Madison Square Garden might seem an unlikely spot for a massive display of pro-Nazi sentiment. But early in 1939, roughly 20,000 people filled the venue to hear speeches praising Hitler and Mussolini. They cheered as speakers decried the evils of Jewish domination in finance and politics, and at one point they even performed a call-and-response routine featuring the words “sieg” and “heil.”
The demonstration garnered headlines and attention, but a subtle, secretive, and far more dangerous Nazi presence was already operating within US borders. In “Double Agent: The First Hero of World War II and How the FBI Outwitted and Destroyed a Nazi Spy Ring,’’ Peter Duffy tells the intricate tale of FBI counterespionage efforts to disrupt the work of German operatives seeking to steal US military secrets in the years before and during the war.
Before the invention of the atomic bomb, the US military’s most valued piece of technology was the Norden bombsight. Time magazine reported that US aviators claimed the aiming device was so accurate it could allow them to hit a barrel with a bomb from 18,000 feet. In 1939, President Franklin D. Roosevelt said, “We have just one secret, and that is the question of the bombsight.” He was not aware that a Nazi spy had already smuggled technical drawings of the bombsight to aviation experts in the German military.
The core of the book centers on the theft of the bombsight design by German agents and the FBI’s eventual discovery of the espionage ring that perpetrated it. Duffy traces the trajectories of many key players with various allegiances on both sides of the Atlantic. But his hero is a man named William Sebold, the first double agent in the history of the FBI. The German-American was ostensibly funneling information from a range of US sources back to German intelligence officials. In fact, he and the FBI fooled the Germans into believing they had a loyal operative. Not only was he able to monitor and limit the information German intelligence received, his testimony also proved crucial in convicting many Nazi spies at a later trial.
Duffy’s story is structured chronologically, beginning with the bombsight’s development in the 1920s by Carl L. Norden Inc. and ending with Sebold’s death in 1970. Norden hired German-Americans and other Northern Europeans, convinced that they alone possessed the necessary skill as craftsmen and engineers. Sometimes, however, they also possessed loyalties to Germany. One worker snuck bombsight plans from the Norden plant, copied them by hand at his kitchen table, and returned them the next morning. The worker’s German spymaster eluded the scrutiny of US customs by curling the plans inside an umbrella cane and sailed back to Germany.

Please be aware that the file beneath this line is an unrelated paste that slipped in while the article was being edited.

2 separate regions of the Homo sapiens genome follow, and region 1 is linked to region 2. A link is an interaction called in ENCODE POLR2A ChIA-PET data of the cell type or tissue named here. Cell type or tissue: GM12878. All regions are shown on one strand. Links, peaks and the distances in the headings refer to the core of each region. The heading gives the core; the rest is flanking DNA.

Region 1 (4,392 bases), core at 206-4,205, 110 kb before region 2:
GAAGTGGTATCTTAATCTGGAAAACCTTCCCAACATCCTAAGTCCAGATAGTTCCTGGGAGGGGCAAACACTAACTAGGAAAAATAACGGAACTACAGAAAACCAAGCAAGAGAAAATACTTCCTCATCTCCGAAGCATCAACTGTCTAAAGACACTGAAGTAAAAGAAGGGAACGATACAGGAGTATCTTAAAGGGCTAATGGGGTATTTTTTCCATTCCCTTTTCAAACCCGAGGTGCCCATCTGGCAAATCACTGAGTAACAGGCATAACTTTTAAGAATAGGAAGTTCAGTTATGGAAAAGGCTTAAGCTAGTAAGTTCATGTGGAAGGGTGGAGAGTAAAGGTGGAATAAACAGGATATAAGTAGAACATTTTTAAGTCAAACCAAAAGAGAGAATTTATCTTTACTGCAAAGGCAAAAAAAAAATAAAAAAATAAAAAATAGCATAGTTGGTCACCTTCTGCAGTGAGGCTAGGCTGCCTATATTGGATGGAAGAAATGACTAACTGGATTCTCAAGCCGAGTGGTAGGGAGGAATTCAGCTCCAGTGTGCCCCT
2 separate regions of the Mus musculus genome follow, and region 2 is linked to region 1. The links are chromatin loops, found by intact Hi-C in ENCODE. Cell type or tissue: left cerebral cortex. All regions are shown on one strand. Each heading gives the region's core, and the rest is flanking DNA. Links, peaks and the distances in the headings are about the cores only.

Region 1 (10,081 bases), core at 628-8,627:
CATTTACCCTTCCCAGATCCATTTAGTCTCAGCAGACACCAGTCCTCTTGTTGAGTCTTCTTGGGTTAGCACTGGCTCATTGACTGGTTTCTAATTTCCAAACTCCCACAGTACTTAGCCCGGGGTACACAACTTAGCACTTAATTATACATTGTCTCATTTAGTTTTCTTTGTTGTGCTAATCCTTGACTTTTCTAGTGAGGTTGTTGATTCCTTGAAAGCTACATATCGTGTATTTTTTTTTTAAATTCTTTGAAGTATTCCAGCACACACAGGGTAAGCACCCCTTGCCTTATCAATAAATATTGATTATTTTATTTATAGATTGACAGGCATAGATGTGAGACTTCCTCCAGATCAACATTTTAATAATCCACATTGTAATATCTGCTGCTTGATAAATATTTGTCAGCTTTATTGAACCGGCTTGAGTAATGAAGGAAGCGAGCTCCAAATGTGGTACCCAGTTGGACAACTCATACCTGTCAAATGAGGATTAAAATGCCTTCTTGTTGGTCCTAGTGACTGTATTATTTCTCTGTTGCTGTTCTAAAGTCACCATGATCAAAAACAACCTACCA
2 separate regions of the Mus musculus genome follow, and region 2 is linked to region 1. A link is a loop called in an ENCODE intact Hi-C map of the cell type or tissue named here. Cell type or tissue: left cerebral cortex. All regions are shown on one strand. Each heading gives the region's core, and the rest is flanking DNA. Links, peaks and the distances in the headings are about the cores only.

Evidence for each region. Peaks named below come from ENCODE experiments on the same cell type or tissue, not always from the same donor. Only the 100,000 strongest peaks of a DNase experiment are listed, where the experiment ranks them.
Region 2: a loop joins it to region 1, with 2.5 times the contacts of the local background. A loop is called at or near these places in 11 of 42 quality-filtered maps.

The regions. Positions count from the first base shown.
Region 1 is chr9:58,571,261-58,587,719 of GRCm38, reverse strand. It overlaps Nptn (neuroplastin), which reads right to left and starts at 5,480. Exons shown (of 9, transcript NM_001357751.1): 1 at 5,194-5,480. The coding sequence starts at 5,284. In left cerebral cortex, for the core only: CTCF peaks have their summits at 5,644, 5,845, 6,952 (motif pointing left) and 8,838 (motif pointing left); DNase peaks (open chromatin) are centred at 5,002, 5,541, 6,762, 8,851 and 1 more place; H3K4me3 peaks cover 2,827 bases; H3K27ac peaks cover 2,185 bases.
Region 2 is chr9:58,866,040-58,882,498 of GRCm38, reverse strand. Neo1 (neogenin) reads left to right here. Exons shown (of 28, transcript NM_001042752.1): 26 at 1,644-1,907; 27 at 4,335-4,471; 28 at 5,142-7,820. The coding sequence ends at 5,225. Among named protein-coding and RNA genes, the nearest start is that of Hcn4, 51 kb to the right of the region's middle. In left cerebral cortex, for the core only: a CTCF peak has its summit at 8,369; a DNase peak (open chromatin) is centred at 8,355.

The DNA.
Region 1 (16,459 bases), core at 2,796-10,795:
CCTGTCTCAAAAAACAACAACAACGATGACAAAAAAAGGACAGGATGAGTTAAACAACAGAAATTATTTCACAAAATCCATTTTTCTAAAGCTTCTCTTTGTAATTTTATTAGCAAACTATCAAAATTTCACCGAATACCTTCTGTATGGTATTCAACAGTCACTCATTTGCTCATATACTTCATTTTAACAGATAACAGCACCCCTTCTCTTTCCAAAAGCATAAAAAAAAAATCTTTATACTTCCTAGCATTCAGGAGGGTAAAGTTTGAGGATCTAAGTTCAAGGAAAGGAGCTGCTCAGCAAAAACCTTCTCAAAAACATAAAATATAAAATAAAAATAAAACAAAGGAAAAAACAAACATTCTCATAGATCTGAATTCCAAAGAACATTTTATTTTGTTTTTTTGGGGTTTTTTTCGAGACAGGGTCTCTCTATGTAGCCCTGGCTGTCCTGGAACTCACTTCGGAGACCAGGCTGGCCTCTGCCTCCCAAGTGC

Early in the 1930s, the American government had almost no counterespionage capacities. The OSS (Office of Strategic Services), the predecessor of the postwar Central Intelligence Agency, had not yet been created, and public opinion was generally opposed to granting the government the authority to monitor anyone deemed suspect. By the end of the decade, however, J. Edgar Hoover had persuaded Roosevelt to empower the FBI with jurisdiction over counterespionage and a sizable budget to finance operations. Public opinion was shifting as well, in part because of a well-orchestrated show trial of alleged Nazi spies that the media covered relentlessly.
The book is rich with eccentric characters, suspense, and details of spycraft in the war’s early days. Invisible ink, two-way mirrors, and intricate encryption procedures involving a best-selling novel are among the many tactics Duffy describes. He also provides crisp and engaging accounts of the political and cultural pressures that transformed Germany and the United States before the war. The result is a compelling cultural history with all the intricacy and intrigue of a good spy novel.
The Germans did develop a bombsight inspired by the Norden design; it was operational over the Soviet Union at the very moment that the FBI apprehended many of the spies smuggling information to Germany. But the bureau disrupted and delayed the flow of crucial information to the Nazis, and Sebold’s cool handling of many delicate and combustible situations ultimately justifies Duffy’s claim that he was the first hero of World War II.Nick Romeo is a journalist and cultural critic.